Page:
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Transfer Pricing

Explains the importance of transfer pricing to multinationals and the benefits and challenges.

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Transfer Pricing

  1. 1. Transfer Pricing – International Marketing Overview
  2. 2. Transfer Pricing is Big News! <ul><li>Current surveys would indicate that transfer pricing is one of the most important international tax issue facing multinational enterprises (MNE’s) </li></ul><ul><li>MNE’ s managers indicate that audit s by tax authorities are becoming a rule, rather than an exception. </li></ul><ul><li>In the last two years more fiscal government authorities have taken action on transfer pricing. </li></ul>
  3. 3. What is Transfer Pricing? <ul><li>Transfer pricing is a term used to describe aspects of intercompany pricing arrangements between related business entities and commonly applies to intercompany transfers tangible property, intangible property services and finance transfers. </li></ul><ul><li>Intercompany transactions across borders are growing rapidly and becoming more complex. </li></ul>
  4. 4. Objectives of Transfer Pricing <ul><li>Competitiveness in the international marketplace </li></ul><ul><li>Reduction of taxes and tariffs </li></ul><ul><li>Management of cash flows </li></ul><ul><li>Minimization of foreign exchange risks </li></ul><ul><li>Avoidance of conflicts with home and host governments over tax issues and repatriation of profits </li></ul><ul><li>Internal concerns - goal congruence or subsidiary manager motivation </li></ul>
  5. 5. Transfer Pricing <ul><li>The price that is assumed to have been charged by one part of the company for products and services it provides to another part of the company, In order to calculate each division’s product and loss separately. </li></ul>The Parent Corporation Subsidiary B Latin America Subsidiary A North America Subsidiary C Africa $$$ $$$
  6. 6. Transfer Pricing Methods <ul><li>Market-based transfer price:  In the presence of competitive and stable external markets for the transferred product, many firms use the external market price as the transfer price. </li></ul><ul><li>Cost-based transfer price:  The transfer price is based on the production cost of the upstream division. A cost-based transfer price requires that the following criteria be specified: </li></ul><ul><ul><li>Actual cost or budgeted (standard) cost. </li></ul></ul><ul><ul><li>Full cost or variable cost. </li></ul></ul><ul><ul><li>The amount of mark-up, if any, to allow the upstream division to earn a profit on the transferred product. </li></ul></ul><ul><li>Negotiated transfer price:  Senior management does not specify the transfer price. Rather, divisional managers negotiate a mutually-agreeable price. </li></ul>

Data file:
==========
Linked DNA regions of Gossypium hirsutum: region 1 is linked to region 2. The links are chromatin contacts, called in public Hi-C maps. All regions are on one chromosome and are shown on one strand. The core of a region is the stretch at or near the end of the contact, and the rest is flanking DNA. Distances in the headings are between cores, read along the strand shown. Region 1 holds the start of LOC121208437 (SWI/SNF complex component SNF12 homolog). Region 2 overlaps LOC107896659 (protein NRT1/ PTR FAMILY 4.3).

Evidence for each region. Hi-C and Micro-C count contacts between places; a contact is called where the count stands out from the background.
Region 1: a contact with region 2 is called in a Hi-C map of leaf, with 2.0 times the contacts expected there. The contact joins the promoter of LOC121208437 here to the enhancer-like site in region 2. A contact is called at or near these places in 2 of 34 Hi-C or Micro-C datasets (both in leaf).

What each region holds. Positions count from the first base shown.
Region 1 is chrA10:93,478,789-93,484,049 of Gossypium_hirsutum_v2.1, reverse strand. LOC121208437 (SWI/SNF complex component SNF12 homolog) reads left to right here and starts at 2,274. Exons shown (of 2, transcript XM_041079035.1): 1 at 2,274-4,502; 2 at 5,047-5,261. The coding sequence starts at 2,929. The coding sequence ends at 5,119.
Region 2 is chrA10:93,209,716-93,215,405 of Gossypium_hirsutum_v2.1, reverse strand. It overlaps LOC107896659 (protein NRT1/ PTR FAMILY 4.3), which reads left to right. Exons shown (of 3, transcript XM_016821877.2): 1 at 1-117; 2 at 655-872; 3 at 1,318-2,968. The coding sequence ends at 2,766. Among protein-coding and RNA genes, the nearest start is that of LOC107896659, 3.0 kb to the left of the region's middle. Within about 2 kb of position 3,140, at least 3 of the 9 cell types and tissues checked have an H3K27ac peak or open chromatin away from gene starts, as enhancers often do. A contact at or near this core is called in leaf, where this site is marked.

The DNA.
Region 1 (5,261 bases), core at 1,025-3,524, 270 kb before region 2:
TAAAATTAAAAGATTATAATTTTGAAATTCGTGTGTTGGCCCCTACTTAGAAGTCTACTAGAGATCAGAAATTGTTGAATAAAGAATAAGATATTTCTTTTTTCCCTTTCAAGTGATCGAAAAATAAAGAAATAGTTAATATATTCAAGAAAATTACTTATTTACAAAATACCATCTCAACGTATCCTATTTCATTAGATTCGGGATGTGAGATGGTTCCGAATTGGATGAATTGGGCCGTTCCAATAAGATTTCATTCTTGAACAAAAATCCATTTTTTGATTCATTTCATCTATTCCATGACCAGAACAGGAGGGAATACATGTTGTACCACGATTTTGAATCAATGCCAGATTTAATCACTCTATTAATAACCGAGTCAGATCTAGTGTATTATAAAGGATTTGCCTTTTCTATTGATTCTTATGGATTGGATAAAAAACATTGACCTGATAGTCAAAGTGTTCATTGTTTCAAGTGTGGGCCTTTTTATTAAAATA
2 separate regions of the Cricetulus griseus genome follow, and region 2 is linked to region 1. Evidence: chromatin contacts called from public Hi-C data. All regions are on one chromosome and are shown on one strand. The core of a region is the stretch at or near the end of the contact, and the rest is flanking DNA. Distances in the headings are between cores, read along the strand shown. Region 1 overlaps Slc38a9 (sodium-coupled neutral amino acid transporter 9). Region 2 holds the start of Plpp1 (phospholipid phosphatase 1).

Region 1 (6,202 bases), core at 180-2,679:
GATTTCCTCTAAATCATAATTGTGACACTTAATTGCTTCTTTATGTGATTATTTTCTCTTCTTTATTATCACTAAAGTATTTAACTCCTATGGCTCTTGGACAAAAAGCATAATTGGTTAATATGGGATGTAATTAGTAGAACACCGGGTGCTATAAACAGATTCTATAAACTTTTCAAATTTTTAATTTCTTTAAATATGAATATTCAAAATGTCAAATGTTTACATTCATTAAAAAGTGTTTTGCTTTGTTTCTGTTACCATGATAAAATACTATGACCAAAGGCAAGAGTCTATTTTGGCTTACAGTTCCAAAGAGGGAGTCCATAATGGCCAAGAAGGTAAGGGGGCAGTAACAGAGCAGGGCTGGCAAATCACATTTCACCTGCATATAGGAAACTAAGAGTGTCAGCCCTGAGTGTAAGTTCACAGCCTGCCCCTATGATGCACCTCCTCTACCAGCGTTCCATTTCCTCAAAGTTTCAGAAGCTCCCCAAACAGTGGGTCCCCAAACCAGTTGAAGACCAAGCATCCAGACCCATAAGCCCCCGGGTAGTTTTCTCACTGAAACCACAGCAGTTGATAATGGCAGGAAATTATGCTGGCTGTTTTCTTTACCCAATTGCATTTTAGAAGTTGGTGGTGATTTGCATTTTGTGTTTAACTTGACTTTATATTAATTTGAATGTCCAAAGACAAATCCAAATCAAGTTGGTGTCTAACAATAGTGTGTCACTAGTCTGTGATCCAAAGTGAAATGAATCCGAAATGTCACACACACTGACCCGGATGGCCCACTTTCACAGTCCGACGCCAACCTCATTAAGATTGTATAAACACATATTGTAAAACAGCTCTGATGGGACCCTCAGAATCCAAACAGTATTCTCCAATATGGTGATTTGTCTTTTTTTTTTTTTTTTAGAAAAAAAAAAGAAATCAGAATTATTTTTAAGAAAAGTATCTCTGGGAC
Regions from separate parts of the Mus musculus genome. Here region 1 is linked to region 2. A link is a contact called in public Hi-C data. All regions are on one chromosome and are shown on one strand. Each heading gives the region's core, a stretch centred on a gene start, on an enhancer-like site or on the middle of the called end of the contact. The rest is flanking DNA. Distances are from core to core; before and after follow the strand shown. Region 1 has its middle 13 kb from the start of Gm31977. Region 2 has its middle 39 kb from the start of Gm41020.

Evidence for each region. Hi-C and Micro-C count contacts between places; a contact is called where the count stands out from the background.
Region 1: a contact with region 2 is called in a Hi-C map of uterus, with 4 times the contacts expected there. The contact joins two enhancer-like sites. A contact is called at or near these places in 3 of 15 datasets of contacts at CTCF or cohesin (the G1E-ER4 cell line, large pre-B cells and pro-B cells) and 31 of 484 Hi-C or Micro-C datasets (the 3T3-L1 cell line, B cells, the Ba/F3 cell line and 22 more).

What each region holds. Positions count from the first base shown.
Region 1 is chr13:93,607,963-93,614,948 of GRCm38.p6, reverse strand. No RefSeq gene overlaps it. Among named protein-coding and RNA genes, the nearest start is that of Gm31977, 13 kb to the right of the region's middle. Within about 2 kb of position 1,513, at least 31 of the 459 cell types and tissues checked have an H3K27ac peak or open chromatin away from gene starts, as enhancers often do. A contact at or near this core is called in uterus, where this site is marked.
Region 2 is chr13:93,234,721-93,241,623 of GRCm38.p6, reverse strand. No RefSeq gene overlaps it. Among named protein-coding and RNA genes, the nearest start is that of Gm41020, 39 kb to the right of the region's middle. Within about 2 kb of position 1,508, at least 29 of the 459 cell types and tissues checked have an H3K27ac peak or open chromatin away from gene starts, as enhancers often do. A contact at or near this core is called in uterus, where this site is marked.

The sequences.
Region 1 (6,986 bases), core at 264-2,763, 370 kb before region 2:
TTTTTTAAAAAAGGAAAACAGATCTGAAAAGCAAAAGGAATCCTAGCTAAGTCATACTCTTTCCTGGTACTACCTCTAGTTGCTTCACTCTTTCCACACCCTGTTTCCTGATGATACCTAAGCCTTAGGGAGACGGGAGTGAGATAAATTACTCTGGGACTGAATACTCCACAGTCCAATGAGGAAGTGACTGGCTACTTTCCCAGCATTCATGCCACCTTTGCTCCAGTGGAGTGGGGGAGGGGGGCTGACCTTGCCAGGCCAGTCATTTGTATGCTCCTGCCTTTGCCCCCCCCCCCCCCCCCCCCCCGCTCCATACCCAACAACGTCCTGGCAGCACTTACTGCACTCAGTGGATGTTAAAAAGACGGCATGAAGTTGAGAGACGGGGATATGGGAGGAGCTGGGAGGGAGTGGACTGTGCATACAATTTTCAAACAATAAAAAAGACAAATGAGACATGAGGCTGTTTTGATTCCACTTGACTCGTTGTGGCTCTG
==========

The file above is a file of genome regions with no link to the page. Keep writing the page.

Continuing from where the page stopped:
7. 7. Figure 1.0 Hiding Profits with Transfer Pricing GREAT BRITAIN JAMAICA UNITED STATES An item costs $100 to produce. It is sold to a Jamaican subsidiary for $100. Tax rate: 52% Tax paid: $0 The Jamaican subsidiary resells the item for $200 to a U.S subsidiary. Tax rate: 5% Tax paid: $5 The American subsidiary sells the item at a cost for $200. No profits earned. No tax paid. Tax rate: 34% Tax paid: $0
  8. 8. Benefits of Transfer Pricing 2. Reducing income taxes in high-tax countries by overpricing goods transferred to units in such countries; profits are eliminated and shifted to low-tax countries 1. Lowering duty costs by shipping goods into high-tariff countries at minimal transfer prices so that duty base and duty are low 3. Facilitating dividend repatriation when dividend repatriation is curtailed by government policy by inflating prices of goods transferred
  9. 9. Challenges of Transfer Pricing <ul><li>Internal and external problems for the multinational corporation </li></ul><ul><ul><li>Performance Measurement </li></ul></ul><ul><ul><ul><li>The clouding effect of manipulating intra corporate prices on a subsidiary’s apparent and actual profit performance </li></ul></ul></ul><ul><ul><ul><li>Difficulty in maintaining relationships with subsidiaries that are negatively impacted by transfer pricing. </li></ul></ul></ul><ul><ul><li>Taxation </li></ul></ul><ul><ul><ul><li>Tax and regulatory jurisdictions contribute to and compound transfer pricing problems. Pricing that is justified and reasonable in the home country may not be perceived as such in the host country. </li></ul></ul></ul>
  10. 10. <ul><li>You are welcome to contact Nigel Bairstow at B2B Whiteboard your source of B2B Asia / Pacific marketing advice </li></ul><ul><li> </li></ul>!/b2bwhiteboard